Because Sylvina was living when David died, the estate was administered in two stages, before and after her death. The first stage, in 1898, registered the will and listed the heirs:

  • Principal Heirs: Widow Sylvina J. West, 64, Otranto Station, Iowa, and Son Charles L. West, 52, Austin, Minnesota.
  • Heirs of Daughter (deceased) Janette A. (sic) Galt: Hattie J. McLardy, 28, Towner, North Dak.; Maud J. Myhre, 26, Silver City, New Mexico; Elton J. Galt, 23, Otranto Station, Iowa; Lulu E. Galt, 19, Towner, North Dak.; Vivian L. Galt, 17, Austin, Minn.; Nellie F. Galt, 15, Austin, Minn.18

The listing of heirs showed that in 1898, when the list was compiled, all the daughters of James M. Galt and Janette West were living–even though four of them had disappeared from census records before David’s death. Two–Hattie and Maud–were married and had moved away from the northern Iowa/southern Minnesota area, while of the remaining three, who were still single, one was living in the same North Dakota town as her married sister and the other two were resident in Austin, Minnesota, the place where they had been enumerated in the 1895 Minnesota census.

The second stage of administration of David West’s estate was triggered by the widow Sylvina’s death in 1904. As part of this stage, the attorneys for the executor petitioned the District Court of Iowa in Mitchell County to sell David’s real estate, and filed a notice to David West’s heirs with the court. The notice listed the heirs as

Charles L. West
Hattie J. McLardy, D. J. McLardy her husband
Maud J. Myhre, O. G. Myhre her husband
Elton J. Galt, Maud Galt his wife
Lula (sic) A. Scanlon, deceased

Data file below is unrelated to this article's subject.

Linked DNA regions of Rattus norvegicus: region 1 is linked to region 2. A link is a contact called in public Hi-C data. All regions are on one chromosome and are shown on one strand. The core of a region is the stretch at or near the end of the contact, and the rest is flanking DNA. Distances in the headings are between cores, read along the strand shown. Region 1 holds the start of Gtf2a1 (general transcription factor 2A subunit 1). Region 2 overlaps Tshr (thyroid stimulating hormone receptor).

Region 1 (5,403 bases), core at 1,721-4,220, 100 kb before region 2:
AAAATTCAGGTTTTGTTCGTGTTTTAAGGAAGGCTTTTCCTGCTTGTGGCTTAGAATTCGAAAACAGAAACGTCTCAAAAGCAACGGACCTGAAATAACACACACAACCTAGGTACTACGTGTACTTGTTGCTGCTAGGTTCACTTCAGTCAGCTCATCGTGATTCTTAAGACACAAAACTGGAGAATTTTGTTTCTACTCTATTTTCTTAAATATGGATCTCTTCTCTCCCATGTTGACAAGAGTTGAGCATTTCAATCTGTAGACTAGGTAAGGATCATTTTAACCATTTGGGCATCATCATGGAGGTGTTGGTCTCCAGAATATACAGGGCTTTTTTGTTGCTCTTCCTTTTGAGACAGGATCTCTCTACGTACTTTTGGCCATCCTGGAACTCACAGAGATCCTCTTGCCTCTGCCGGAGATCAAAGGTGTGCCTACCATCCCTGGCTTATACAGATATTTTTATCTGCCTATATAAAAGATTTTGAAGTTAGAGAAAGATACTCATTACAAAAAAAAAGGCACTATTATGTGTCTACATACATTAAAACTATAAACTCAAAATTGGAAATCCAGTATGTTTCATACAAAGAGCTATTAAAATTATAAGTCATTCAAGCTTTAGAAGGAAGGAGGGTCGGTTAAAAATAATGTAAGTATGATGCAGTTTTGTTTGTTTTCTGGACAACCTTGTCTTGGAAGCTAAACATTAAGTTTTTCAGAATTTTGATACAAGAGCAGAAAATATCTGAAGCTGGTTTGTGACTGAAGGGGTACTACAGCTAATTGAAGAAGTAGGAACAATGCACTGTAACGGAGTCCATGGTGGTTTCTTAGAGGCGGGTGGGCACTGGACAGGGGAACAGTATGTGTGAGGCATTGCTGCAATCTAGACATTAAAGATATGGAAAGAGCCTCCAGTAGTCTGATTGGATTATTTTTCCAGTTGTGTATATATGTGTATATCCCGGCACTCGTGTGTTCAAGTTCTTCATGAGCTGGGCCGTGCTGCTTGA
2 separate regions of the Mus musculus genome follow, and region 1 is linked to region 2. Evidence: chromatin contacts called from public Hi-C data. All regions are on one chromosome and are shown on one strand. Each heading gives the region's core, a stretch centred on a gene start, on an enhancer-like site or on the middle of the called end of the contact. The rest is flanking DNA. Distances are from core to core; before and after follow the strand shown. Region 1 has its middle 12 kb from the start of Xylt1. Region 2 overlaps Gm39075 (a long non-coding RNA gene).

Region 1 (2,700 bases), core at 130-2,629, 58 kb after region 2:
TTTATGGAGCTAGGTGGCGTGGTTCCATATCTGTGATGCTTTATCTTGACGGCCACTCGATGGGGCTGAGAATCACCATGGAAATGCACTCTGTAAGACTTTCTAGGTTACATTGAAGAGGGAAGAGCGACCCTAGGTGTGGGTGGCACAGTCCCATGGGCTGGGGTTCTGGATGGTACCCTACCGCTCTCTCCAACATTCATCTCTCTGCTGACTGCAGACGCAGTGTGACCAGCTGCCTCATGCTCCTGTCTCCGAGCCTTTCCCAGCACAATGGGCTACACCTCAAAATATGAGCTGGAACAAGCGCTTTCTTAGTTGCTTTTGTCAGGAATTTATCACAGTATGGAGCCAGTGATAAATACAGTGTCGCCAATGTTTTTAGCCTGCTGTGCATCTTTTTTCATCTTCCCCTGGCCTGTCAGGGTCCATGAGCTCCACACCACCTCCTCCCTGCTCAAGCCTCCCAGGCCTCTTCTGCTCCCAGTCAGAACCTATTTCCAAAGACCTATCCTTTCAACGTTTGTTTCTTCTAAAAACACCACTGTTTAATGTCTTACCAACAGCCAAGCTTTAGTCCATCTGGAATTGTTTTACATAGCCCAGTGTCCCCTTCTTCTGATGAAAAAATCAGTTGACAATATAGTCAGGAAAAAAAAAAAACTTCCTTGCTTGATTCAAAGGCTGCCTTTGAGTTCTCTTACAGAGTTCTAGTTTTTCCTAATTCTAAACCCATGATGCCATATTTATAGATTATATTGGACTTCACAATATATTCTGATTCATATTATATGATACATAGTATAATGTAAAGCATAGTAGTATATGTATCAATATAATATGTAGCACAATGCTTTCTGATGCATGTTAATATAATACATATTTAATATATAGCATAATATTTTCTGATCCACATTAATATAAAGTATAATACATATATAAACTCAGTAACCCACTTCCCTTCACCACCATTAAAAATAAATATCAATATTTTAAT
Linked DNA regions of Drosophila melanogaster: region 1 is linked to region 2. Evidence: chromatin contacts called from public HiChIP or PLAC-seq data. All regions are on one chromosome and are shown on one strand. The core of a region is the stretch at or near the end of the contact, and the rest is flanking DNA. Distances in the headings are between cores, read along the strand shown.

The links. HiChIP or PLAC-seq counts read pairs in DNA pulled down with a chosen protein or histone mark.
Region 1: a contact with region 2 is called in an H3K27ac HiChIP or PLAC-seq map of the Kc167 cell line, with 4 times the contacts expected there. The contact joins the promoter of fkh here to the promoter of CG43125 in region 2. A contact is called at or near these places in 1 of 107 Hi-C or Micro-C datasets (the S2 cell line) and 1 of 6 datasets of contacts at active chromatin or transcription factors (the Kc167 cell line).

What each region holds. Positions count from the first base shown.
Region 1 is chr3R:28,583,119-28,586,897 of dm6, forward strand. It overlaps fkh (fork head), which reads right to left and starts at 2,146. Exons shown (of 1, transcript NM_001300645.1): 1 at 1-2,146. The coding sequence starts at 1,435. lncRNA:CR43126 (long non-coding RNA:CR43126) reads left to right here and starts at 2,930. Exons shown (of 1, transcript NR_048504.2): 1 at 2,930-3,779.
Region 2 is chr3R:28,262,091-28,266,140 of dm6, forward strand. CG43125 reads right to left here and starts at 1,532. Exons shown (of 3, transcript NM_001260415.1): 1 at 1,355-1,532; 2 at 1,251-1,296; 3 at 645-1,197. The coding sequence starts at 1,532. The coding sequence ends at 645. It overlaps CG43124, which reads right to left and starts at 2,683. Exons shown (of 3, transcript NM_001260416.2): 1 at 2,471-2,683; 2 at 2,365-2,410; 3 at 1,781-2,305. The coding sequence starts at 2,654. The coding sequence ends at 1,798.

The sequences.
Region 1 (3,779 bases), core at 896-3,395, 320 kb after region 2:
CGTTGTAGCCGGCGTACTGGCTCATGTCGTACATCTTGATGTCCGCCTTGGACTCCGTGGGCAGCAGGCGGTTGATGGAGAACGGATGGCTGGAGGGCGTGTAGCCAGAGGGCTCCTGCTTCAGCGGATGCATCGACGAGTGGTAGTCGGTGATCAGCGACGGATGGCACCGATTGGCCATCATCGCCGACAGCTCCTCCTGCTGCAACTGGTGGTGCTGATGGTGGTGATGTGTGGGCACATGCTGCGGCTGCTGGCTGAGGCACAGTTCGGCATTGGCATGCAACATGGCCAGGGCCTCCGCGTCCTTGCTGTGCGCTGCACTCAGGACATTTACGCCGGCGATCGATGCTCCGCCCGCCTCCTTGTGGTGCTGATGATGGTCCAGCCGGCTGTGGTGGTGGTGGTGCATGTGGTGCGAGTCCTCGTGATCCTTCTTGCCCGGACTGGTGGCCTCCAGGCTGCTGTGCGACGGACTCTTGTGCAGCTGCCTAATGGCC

James Scanlon, husband of Lula A. Scanlon, deceased
Vivian L. Anderson, Eugene Anderson, her husband
Nellie F. Patterson, Fred Patterson, her husband
J. M. Galt, husband of Janette A. Galt, deceased
Richard Scanlon, minor heir of Lula A. Scanton (sic).19

This list shows that, by 1904, all of James Galt’s disappearing daughters had married, and one, Lulu, had died, leaving a husband and minor child. The married names provided in the probate record enabled me to track all but one disappearing daughter–Nellie–to the end of her life.

The search for Nellie proved inconclusive. FamilySearch‘s “Minnesota Marriages, 1849-1950” database provided an index entry for Nellie’s 1 April 1902 marriage to Fred Leroy Patterson in St. Paul, Ramsey County, Minnesota.20 In 1905, Fred L. and Nellie F. Patterson were enumerated at 408 Rice Street in St. Paul, where they had been resident for one year.21 Fred was a telegraph operator. (Later in the research, this occupation helped distinguish Nellie’s Fred Patterson from other men with the same name.) The 1905 St. Paul city directory shows Fred L. Patterson at the Rice Street address and adds that he was an operator for Western Union Telegraph Co.22 In the 1906 directory, Fred had become traffic chief for Western Union and moved his residence to 16 The Minnesota, an apartment building.23 The following year, Fred L. Patterson appeared as a telegraph operator living at 963 E. 6th.24 In 1908, Fred L. Patterson’s directory entry indicates, “moved to Bay City, Mich.”25

I was unable to find either Fred or Nellie in 1910. The next trace of Fred occurred in 1918, when he registered for the World War I draft in Dallas, Texas, as Fred LeRoy Patterson, age 36, born 12 October 1881. Like the St. Paul Fred Leroy Patterson, this Fred was a telegraph operator, this time for Mackay Telegraph Company in Dallas. He listed as his nearest relative a wife, Florence Patterson.26 Might “Florence Patterson” have been Nellie Florence (Galt) Patterson, using her middle name? The 1920 census provided the answer. By 1920, Fred and Florence Patterson had moved to Little Rock, Arkansas. Their census record reveals that Fred was born in Minnesota and was a wire chief for a telegraph company (cementing his identity as the same Fred Patterson who moved from St. Paul to Bay City, Michigan, then to Dallas, and finally to Little Rock). Fred and Florence, who was born in Illinois about 1890 (and thus could not have been Nellie Galt using her middle name), had a three-year-old daughter born in Texas.27 Further records of this couple show that they moved back to Texas and raised their family there.